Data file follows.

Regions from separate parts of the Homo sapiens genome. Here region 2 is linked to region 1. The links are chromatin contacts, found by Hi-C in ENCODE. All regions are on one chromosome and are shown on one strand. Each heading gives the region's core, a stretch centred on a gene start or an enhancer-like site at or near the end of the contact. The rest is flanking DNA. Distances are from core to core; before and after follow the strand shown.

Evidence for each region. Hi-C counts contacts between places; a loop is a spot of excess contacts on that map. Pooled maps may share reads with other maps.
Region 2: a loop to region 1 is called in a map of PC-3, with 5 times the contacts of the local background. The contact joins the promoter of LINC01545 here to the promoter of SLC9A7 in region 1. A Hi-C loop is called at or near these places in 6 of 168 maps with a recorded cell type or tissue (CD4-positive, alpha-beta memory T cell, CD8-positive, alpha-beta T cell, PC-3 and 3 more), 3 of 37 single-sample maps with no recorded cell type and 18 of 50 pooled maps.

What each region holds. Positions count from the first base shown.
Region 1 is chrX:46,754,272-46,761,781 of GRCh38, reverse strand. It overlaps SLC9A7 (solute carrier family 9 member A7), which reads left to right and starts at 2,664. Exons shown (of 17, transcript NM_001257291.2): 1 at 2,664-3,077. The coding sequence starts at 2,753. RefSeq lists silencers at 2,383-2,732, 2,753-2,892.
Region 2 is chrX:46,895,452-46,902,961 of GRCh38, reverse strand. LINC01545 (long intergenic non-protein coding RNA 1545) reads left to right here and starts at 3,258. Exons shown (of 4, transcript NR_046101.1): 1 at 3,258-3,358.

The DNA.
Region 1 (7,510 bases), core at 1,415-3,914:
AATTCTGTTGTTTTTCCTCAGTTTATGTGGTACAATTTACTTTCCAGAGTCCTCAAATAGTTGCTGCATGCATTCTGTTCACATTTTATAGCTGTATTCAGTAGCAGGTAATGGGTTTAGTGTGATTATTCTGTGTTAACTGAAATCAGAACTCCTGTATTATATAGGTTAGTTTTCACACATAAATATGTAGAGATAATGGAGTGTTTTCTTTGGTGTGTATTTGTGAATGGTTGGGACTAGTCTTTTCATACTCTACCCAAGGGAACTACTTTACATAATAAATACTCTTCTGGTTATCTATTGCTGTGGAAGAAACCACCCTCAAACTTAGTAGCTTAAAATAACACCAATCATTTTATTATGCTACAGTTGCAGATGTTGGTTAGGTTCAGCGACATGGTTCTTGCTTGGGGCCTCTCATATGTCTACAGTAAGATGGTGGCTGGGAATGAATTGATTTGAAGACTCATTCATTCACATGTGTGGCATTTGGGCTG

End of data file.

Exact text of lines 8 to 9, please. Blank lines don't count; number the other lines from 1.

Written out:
Region 1 (7,510 bases), core at 1,415-3,914:
AATTCTGTTGTTTTTCCTCAGTTTATGTGGTACAATTTACTTTCCAGAGTCCTCAAATAGTTGCTGCATGCATTCTGTTCACATTTTATAGCTGTATTCAGTAGCAGGTAATGGGTTTAGTGTGATTATTCTGTGTTAACTGAAATCAGAACTCCTGTATTATATAGGTTAGTTTTCACACATAAATATGTAGAGATAATGGAGTGTTTTCTTTGGTGTGTATTTGTGAATGGTTGGGACTAGTCTTTTCATACTCTACCCAAGGGAACTACTTTACATAATAAATACTCTTCTGGTTATCTATTGCTGTGGAAGAAACCACCCTCAAACTTAGTAGCTTAAAATAACACCAATCATTTTATTATGCTACAGTTGCAGATGTTGGTTAGGTTCAGCGACATGGTTCTTGCTTGGGGCCTCTCATATGTCTACAGTAAGATGGTGGCTGGGAATGAATTGATTTGAAGACTCATTCATTCACATGTGTGGCATTTGGGCTG